(D) Bathtub and Shower Areas. No parts of cord-connected luminaires, chain-, cable-, or cord-suspended luminaires, lighting track, pendants, or ceiling-suspended (paddle) fans shall be located within a zone measured 900 mm (3 ft) horizontally and 2.5 m (8 ft) vertically from the top of the bathtub rim or shower stall threshold.
This zone is all-encompassing and includes the space directly over the tub or shower stall.
Luminaires located within the actual outside dimension of the bathtub or shower to a height of 2.5 m (8 ft) vertically from the top of the bathtub rim or shower threshold shall be marked for damp locations, or marked for wet locations where subject to shower spray.
Do Shower Lights Need To Be GFCI-Protected?
GFCIs (ground fault circuit interrupters) are a type of circuit breaker used to shut off power in case of an imbalance between the incoming and outgoing current thereby preventing the risk of a potential electrical shock.
The National Electric Code (NEC) requires a minimum of one GFCI-protected outlet per bathroom, ideally two or three as a good precaution.
This means that the installation of GFI circuits doesn’t have to cover all outlets within bathrooms as long as they are rated damp or wet. When you do have GFCI protection in your bathroom, those fixtures are able to prevent electrical shock.
Whether it is a recessed light, fluorescent fixture, incandescent lighting, or any other form of electric lighting in your shower, even if it is waterproof, it is a good precaution to install GFCI-protection. This will ensure that everything is safe no matter what happens.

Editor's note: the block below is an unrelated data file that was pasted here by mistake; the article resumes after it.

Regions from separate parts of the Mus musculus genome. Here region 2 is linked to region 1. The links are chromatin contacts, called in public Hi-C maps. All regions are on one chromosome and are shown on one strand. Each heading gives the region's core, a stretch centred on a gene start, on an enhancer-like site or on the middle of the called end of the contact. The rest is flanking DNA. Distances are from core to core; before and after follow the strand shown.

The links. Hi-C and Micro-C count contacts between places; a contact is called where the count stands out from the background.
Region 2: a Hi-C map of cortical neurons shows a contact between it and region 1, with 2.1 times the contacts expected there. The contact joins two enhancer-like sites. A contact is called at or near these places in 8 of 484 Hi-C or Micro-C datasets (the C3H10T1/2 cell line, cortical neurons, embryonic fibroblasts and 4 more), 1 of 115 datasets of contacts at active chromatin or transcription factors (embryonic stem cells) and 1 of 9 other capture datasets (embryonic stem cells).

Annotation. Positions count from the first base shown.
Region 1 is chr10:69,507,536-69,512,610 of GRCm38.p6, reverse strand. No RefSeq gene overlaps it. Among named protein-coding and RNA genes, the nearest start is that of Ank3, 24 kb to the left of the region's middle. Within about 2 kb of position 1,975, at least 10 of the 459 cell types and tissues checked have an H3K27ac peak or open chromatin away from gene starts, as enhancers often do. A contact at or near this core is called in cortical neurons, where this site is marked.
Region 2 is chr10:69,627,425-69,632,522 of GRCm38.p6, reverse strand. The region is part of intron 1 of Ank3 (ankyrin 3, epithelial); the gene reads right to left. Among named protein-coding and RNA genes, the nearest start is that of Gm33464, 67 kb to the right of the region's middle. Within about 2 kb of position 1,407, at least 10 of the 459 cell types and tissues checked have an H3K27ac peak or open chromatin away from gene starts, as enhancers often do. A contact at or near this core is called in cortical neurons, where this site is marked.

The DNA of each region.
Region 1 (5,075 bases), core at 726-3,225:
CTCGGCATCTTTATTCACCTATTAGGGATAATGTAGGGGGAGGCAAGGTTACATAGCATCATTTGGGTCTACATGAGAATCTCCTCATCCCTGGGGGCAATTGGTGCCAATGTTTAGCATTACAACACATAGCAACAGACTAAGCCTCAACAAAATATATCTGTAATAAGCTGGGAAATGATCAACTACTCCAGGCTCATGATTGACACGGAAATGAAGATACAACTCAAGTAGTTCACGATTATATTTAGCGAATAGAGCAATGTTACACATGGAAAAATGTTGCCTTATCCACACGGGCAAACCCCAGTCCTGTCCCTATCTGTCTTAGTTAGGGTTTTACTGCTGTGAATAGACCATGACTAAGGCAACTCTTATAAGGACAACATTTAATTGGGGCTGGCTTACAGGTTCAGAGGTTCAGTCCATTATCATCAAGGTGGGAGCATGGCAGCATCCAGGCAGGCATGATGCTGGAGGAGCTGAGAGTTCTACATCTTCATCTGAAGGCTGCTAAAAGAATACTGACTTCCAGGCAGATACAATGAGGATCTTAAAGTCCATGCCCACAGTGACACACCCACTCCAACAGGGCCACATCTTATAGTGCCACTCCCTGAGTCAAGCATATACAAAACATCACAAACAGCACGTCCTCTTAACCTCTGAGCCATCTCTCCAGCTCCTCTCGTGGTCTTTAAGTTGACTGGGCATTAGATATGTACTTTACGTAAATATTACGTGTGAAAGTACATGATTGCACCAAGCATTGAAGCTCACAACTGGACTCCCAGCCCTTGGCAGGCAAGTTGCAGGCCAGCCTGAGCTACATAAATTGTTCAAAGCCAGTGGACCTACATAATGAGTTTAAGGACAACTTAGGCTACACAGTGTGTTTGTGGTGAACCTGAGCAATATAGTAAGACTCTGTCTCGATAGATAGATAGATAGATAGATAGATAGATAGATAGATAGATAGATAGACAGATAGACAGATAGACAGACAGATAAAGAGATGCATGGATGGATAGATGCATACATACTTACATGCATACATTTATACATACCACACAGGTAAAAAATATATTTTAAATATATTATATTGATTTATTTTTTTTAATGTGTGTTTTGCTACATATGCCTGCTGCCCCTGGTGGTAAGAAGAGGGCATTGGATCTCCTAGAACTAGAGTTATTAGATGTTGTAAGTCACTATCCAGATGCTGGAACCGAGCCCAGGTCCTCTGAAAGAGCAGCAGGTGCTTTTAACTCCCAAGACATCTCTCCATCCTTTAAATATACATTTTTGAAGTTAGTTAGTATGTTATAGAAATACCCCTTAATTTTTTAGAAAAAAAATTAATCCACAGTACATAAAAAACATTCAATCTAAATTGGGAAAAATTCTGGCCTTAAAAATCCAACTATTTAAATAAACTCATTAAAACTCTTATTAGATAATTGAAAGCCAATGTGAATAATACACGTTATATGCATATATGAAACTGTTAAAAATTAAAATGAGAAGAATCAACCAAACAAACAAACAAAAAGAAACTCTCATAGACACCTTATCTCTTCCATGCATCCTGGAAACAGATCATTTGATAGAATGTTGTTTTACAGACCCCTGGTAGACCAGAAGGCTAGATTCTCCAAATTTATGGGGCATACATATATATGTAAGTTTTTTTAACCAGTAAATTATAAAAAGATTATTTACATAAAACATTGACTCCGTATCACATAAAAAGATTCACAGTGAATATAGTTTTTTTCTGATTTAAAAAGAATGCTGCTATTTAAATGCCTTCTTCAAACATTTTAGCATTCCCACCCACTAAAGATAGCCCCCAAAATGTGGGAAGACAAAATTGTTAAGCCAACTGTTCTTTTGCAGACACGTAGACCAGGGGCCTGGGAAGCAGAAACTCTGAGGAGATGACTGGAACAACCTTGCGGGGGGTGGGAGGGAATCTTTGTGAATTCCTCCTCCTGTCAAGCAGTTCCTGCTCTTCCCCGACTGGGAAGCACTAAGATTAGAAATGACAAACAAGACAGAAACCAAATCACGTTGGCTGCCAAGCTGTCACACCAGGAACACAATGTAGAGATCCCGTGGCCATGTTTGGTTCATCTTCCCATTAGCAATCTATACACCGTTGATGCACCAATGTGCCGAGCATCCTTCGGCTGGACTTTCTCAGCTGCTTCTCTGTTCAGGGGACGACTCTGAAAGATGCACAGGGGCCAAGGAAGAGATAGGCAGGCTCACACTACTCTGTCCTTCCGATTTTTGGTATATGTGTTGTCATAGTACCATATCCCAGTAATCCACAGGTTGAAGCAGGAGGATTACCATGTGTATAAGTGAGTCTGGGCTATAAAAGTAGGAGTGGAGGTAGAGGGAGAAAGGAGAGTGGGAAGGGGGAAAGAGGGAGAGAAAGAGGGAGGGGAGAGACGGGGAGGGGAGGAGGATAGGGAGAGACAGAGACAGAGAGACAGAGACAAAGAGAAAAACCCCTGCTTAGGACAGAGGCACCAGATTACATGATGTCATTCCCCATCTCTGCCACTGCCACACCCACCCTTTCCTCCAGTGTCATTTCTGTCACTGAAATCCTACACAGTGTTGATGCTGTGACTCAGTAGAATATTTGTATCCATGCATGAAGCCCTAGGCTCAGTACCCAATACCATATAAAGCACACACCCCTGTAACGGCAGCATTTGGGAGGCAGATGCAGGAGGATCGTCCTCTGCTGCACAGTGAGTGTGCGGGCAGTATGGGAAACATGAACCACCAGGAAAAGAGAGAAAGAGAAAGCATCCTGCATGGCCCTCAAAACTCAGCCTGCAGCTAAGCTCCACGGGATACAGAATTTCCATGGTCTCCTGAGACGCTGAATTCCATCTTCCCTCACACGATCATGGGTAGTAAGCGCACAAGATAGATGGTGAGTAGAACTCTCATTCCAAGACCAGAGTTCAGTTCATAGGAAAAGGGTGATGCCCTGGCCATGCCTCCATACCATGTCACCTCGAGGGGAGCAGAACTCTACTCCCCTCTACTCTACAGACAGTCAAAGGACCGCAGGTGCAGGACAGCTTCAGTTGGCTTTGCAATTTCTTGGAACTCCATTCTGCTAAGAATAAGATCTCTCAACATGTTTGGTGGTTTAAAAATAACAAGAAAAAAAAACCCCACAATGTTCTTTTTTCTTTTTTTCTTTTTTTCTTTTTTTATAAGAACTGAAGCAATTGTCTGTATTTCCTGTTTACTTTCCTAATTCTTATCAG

What Lights Can Be Used In The Shower?
If you need help selecting the right lighting structure for your shower so you can leave the installation up to a professional, these are our favorite options:
1. Add Multiple Recessed Shower Lighting Fixtures
Recessed shower lights are highly preferred for this area as they don’t take up vertical space.
Also, because recessed lights are installed into the ceiling wall, you can also have a cover for the light fixture. Examples include a lampshade or waterproof plastic light covers.
Most recessed lights are in the form of downlights installed into the ceiling (mounted on or recessed) concentrating the light in a downward direction, or as spotlights fixed onto the ceiling, providing multiple light beams for lighting directly into the shower stall or on an object.